Print ISBN: 978-1-58765-992-8
# of Pages: 498
# of Volumes: 1
Print List Price: $125
e-ISBN: 978-1-4298-3761-3
eBook User Price: $125
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Careers in Physics

Editor: Donald R. Franceschetti, The University of Memphis
February 2014

Careers in Physics, contains over twenty alphabetically arranged articles describing specific fields of interest in physics with an accompanying discussion of a particular STEM -related career or occupation within that area. These occupational profiles provide a current overview and a future outlook, including green technologies where applicable. Merging scholarship with occupational development, this single comprehensive guidebook provides physics students and readers alike with the necessary insight into potential scientific pursuits and provides instruction on what job seekers can expect in terms of training and advancement, earnings, job prospects, working conditions, relevant associations, and more. Careers in Physics is specifically designed for a high school and undergraduate audience and is edited to align with secondary or high school curriculum standards.

Understanding the interconnected nature of the different and varied branches of science and technology is important for anyone preparing for a career or endeavor in STEM fields. Careers in Physics comprises more than twenty lengthy and alphabetically arranged essays on a broad range of branches and subfields within physics and over twenty corresponding occupational profiles that highlight a particular career within that branch or subfield. The overview essays include traditional and long-established fields such as civil engineering and applied mechanics to in-demand and cutting-edge fields such as cryogenics, environmental physics, and nuclear medicine. This excellent reference work then presents possible career paths and occupations within high-growth and emerging fields as diverse as aerospace technologies, hydrology, nanotechnology, oceanography, quantum physics, robotics engineering, and thermodynamics. While occupations requiring Green Enhanced Skills are marked with a “green leaf” symbol, the future applications of all occupations are thoroughly discussed.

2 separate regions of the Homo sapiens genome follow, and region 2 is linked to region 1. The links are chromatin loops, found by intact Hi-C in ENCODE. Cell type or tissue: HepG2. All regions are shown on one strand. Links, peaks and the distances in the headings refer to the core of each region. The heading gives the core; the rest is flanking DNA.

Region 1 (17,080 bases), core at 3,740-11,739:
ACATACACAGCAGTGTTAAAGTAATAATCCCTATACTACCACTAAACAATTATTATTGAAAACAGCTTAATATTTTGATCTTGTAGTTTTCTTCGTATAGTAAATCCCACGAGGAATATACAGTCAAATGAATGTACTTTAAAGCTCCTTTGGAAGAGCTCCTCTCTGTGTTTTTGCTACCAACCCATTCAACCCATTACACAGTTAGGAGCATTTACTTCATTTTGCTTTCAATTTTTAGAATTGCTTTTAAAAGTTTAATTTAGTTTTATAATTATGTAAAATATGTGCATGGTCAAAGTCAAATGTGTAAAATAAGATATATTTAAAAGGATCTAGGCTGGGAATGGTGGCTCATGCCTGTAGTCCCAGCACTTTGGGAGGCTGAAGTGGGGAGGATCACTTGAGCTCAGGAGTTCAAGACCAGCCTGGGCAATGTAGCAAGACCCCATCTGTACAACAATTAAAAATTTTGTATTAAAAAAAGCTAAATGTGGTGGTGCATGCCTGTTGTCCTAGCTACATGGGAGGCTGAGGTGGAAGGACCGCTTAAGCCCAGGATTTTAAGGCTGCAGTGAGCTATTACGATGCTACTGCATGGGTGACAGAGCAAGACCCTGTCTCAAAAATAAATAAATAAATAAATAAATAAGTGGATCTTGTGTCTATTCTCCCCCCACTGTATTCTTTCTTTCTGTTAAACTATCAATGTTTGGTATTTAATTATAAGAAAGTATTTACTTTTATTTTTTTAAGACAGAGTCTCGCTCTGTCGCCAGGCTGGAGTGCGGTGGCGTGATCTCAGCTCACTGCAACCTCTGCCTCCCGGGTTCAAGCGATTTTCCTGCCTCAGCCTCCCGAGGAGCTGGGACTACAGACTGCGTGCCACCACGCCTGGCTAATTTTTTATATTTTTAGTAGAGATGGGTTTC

Careers in Physics is also enhanced with numerous charts and tables, including US Bureau of Labor Statistics projections and median annual salaries or wages for applicable physics-based occupations. The Transferable Skills section notes those skills that can be applied across STEM occupations, and Interesting Facts provides insights into fields that are often overlooked. Rounding out these profiles are questionnaires completed by professionals in physics-related occupations. The respondents share their personal career paths, detail their potential paths for career advancement, and offer advice for students and readers—a must-read for those embarking on a career in science.

Science overviews range in length from 3,500 to 4,500 words and all entries begin with ready-reference top matter, including fields of study and a clear definition of the physics branch or subfield. Essays then place the major field or area of study in historical or technological perspective by examining basic principles and core concepts, including the discipline’s development, such as historic and current applications. The articles also cover the impact that each particular field has had on industry—a comprehensive section that includes private industry and business, government agencies and the military, and academic research and teaching, as well as the field’s social context and future prospects and applications. Further reading suggestions and detailed author profiles accompany all articles. Occupational profiles range in length from 1,500 to 2,000 words and include an “employment snapshot” in the top matter that presents the occupation’s median yearly earnings; employment outlook (sourced from the BLS Occupational Outlook Handbook); O*NETSOC Code (an eight-digit code assigned to each occupation through the US Department of Labor); and related “career clusters” that name occupations in the same field of work that require similar skills. Each occupation then receives the following detailed sections: